Grey Partridge Perdix perdix, Perdrix grise.
ADO 2 1 139 p and then there's a partridge wing saved,
2H6 3 2 190 Who finds the partridge in the puttock's nest,
Two species of partridges are now found in Britain. But the other one, the Red-legged Partridge Alectoris rufa, Perdrix rouge, has been introduced in the country. The first and unsuccessful attempt was made by Charles II at Windsor.
They were already a much appreciated food item as the description made by STRACHEY of a newly found bird in his True Reportery of the Wracke (Purchas His Pilgrimes, xix 5-72 quoted by KERMODE, in his edition of The Tempest), suggests:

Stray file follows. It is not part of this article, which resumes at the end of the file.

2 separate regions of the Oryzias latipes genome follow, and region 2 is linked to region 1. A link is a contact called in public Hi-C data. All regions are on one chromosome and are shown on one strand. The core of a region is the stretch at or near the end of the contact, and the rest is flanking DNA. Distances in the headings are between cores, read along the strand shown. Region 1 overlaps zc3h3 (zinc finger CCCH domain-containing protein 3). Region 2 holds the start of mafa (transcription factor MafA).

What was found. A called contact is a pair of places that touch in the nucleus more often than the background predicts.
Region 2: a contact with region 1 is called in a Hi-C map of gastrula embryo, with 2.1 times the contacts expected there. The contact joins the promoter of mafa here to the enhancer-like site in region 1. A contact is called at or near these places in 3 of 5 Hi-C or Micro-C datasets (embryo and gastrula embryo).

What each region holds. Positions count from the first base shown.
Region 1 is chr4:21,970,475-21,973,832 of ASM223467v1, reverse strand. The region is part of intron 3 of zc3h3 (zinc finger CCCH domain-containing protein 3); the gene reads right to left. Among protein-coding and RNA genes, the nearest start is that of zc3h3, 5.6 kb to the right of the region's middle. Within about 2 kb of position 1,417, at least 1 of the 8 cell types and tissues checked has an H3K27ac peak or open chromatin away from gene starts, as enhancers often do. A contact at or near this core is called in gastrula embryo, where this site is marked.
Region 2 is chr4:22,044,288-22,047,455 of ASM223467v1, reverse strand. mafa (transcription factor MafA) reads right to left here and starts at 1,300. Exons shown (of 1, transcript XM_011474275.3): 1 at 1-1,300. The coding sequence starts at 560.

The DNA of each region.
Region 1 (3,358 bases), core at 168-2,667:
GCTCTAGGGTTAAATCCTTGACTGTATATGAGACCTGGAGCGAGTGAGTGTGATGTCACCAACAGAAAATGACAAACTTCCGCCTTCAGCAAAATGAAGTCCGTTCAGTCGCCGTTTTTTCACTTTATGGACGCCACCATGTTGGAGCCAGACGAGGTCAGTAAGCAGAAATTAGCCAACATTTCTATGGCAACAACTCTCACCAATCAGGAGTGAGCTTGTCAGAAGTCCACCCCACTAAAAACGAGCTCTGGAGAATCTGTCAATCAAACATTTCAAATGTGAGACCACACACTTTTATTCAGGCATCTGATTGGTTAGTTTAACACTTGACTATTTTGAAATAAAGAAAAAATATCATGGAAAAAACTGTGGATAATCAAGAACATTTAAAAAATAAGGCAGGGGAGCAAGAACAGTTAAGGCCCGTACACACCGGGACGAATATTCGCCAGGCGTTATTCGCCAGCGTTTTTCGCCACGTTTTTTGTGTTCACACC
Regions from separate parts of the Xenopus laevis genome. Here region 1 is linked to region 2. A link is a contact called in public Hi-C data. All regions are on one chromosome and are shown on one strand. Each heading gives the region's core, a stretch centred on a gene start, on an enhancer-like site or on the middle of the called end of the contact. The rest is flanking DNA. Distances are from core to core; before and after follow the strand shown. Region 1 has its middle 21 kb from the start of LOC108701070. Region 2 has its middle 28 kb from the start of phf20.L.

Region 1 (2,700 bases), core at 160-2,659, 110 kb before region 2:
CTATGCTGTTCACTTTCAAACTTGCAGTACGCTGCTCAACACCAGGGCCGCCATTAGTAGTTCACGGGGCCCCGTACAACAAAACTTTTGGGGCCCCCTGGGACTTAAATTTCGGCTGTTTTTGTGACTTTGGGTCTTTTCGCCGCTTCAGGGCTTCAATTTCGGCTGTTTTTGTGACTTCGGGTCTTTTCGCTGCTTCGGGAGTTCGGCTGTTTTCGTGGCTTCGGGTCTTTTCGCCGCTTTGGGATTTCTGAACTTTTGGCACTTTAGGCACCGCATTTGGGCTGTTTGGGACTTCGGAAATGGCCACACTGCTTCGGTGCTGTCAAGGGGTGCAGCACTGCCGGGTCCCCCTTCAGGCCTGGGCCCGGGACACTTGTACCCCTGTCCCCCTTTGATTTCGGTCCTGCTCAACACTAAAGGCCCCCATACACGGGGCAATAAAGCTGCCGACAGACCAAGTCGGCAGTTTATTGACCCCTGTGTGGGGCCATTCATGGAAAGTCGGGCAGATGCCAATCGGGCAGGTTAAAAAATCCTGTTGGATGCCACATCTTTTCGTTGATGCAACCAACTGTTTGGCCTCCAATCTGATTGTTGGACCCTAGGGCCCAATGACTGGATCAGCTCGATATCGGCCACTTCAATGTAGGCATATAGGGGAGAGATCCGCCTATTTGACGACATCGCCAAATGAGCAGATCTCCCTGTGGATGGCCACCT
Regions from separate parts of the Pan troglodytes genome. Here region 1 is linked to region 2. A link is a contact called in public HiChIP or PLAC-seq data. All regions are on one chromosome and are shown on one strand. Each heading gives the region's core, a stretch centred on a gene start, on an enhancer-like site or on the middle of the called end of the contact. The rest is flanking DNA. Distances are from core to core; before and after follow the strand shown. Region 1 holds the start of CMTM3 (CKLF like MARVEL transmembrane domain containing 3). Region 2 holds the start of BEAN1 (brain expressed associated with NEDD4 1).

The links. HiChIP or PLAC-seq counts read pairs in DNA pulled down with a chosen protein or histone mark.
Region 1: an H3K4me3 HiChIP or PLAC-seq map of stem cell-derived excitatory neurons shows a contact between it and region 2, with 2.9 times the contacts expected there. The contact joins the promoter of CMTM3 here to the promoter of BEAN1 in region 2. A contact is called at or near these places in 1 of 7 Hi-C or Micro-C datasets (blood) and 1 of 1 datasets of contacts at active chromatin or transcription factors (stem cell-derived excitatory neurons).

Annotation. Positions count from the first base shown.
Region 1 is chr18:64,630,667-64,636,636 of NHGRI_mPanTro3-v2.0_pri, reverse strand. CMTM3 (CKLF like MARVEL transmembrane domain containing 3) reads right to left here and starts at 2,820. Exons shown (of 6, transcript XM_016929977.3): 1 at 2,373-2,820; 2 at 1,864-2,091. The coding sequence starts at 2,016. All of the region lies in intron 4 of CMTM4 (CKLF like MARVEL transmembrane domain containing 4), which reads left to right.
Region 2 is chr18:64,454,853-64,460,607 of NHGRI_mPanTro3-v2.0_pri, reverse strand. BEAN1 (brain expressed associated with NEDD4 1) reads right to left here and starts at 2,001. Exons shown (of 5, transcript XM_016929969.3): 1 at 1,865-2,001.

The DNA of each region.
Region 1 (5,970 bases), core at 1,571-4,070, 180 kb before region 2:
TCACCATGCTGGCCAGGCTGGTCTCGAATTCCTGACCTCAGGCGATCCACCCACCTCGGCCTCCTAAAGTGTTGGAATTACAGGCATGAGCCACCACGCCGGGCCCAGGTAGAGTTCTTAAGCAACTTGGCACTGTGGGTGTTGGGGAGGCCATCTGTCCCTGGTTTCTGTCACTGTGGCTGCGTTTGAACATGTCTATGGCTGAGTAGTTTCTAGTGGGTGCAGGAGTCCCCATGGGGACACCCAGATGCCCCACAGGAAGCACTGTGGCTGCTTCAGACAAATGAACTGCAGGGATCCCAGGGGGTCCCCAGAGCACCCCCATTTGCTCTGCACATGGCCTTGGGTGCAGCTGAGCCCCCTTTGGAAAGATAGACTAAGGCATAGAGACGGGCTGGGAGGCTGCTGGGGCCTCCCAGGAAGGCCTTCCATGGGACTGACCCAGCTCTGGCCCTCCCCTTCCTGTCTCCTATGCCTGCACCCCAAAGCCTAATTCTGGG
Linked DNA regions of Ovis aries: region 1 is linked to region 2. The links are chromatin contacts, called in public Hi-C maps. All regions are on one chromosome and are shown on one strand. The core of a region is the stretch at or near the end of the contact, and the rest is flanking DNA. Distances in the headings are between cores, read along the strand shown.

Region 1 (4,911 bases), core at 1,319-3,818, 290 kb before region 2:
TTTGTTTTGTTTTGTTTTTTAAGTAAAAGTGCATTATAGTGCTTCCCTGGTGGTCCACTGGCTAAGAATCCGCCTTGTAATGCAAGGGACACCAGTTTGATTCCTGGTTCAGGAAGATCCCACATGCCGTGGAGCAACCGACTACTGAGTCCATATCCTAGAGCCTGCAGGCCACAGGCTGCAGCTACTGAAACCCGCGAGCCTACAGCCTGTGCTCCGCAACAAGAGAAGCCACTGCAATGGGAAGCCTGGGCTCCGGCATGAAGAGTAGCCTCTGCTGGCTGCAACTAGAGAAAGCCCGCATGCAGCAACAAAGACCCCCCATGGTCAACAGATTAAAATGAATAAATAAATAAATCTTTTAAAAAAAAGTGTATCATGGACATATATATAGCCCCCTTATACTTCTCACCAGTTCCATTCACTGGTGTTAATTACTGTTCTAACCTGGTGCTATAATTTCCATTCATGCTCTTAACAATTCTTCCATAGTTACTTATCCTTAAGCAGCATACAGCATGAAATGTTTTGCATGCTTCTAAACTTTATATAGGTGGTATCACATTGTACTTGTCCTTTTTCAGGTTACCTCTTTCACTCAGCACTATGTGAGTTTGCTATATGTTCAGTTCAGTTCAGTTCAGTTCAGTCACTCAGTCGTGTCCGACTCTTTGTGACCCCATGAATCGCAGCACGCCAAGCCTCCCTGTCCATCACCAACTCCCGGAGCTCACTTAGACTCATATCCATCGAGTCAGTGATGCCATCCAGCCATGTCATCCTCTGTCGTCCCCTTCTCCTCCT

A kinde of webbe-footed Fowle there is, of the bignesse of an English greene Plover, or Sea-Meawe, [...]; and they were a good and well relished Fowle, fat and full as a Partridge.
For Strachey, like Shakespeare, the partridge is the paradigm of the appetizing game bird: "fat and full" or "there's a partridge wing saved "(ADO 2 1 139).